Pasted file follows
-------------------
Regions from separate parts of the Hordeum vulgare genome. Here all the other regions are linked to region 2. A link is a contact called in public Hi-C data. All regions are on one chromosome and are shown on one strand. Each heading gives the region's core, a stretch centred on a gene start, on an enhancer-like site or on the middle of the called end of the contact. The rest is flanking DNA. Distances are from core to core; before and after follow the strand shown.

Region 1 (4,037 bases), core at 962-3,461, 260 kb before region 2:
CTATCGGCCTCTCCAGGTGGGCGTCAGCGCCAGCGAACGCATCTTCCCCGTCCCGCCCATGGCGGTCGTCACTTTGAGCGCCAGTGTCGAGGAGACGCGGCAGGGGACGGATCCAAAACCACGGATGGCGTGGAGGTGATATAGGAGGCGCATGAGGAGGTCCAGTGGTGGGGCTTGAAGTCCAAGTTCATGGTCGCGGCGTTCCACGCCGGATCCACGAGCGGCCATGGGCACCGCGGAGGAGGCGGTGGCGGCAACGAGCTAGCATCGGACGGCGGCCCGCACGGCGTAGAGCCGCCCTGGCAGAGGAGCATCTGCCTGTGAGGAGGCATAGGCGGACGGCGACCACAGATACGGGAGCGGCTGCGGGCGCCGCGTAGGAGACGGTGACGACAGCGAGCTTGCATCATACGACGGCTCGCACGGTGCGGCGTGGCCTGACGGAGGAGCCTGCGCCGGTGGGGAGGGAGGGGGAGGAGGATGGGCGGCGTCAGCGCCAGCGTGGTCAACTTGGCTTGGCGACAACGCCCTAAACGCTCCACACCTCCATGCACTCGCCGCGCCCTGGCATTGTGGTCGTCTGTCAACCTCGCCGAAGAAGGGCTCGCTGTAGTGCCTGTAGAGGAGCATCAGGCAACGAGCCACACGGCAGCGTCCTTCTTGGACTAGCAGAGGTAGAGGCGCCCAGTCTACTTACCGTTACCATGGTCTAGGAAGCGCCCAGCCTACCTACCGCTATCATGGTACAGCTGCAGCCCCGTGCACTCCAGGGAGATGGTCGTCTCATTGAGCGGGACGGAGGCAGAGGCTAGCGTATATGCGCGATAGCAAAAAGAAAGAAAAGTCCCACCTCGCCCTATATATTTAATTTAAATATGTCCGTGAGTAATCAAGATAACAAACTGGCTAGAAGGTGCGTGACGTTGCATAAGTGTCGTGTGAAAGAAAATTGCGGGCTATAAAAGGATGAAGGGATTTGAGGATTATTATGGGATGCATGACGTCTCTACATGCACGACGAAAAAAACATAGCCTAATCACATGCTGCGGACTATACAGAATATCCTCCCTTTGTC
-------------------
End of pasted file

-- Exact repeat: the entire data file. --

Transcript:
Regions from separate parts of the Hordeum vulgare genome. Here all the other regions are linked to region 2. A link is a contact called in public Hi-C data. All regions are on one chromosome and are shown on one strand. Each heading gives the region's core, a stretch centred on a gene start, on an enhancer-like site or on the middle of the called end of the contact. The rest is flanking DNA. Distances are from core to core; before and after follow the strand shown.

Region 1 (4,037 bases), core at 962-3,461, 260 kb before region 2:
CTATCGGCCTCTCCAGGTGGGCGTCAGCGCCAGCGAACGCATCTTCCCCGTCCCGCCCATGGCGGTCGTCACTTTGAGCGCCAGTGTCGAGGAGACGCGGCAGGGGACGGATCCAAAACCACGGATGGCGTGGAGGTGATATAGGAGGCGCATGAGGAGGTCCAGTGGTGGGGCTTGAAGTCCAAGTTCATGGTCGCGGCGTTCCACGCCGGATCCACGAGCGGCCATGGGCACCGCGGAGGAGGCGGTGGCGGCAACGAGCTAGCATCGGACGGCGGCCCGCACGGCGTAGAGCCGCCCTGGCAGAGGAGCATCTGCCTGTGAGGAGGCATAGGCGGACGGCGACCACAGATACGGGAGCGGCTGCGGGCGCCGCGTAGGAGACGGTGACGACAGCGAGCTTGCATCATACGACGGCTCGCACGGTGCGGCGTGGCCTGACGGAGGAGCCTGCGCCGGTGGGGAGGGAGGGGGAGGAGGATGGGCGGCGTCAGCGCCAGCGTGGTCAACTTGGCTTGGCGACAACGCCCTAAACGCTCCACACCTCCATGCACTCGCCGCGCCCTGGCATTGTGGTCGTCTGTCAACCTCGCCGAAGAAGGGCTCGCTGTAGTGCCTGTAGAGGAGCATCAGGCAACGAGCCACACGGCAGCGTCCTTCTTGGACTAGCAGAGGTAGAGGCGCCCAGTCTACTTACCGTTACCATGGTCTAGGAAGCGCCCAGCCTACCTACCGCTATCATGGTACAGCTGCAGCCCCGTGCACTCCAGGGAGATGGTCGTCTCATTGAGCGGGACGGAGGCAGAGGCTAGCGTATATGCGCGATAGCAAAAAGAAAGAAAAGTCCCACCTCGCCCTATATATTTAATTTAAATATGTCCGTGAGTAATCAAGATAACAAACTGGCTAGAAGGTGCGTGACGTTGCATAAGTGTCGTGTGAAAGAAAATTGCGGGCTATAAAAGGATGAAGGGATTTGAGGATTATTATGGGATGCATGACGTCTCTACATGCACGACGAAAAAAACATAGCCTAATCACATGCTGCGGACTATACAGAATATCCTCCCTTTGTC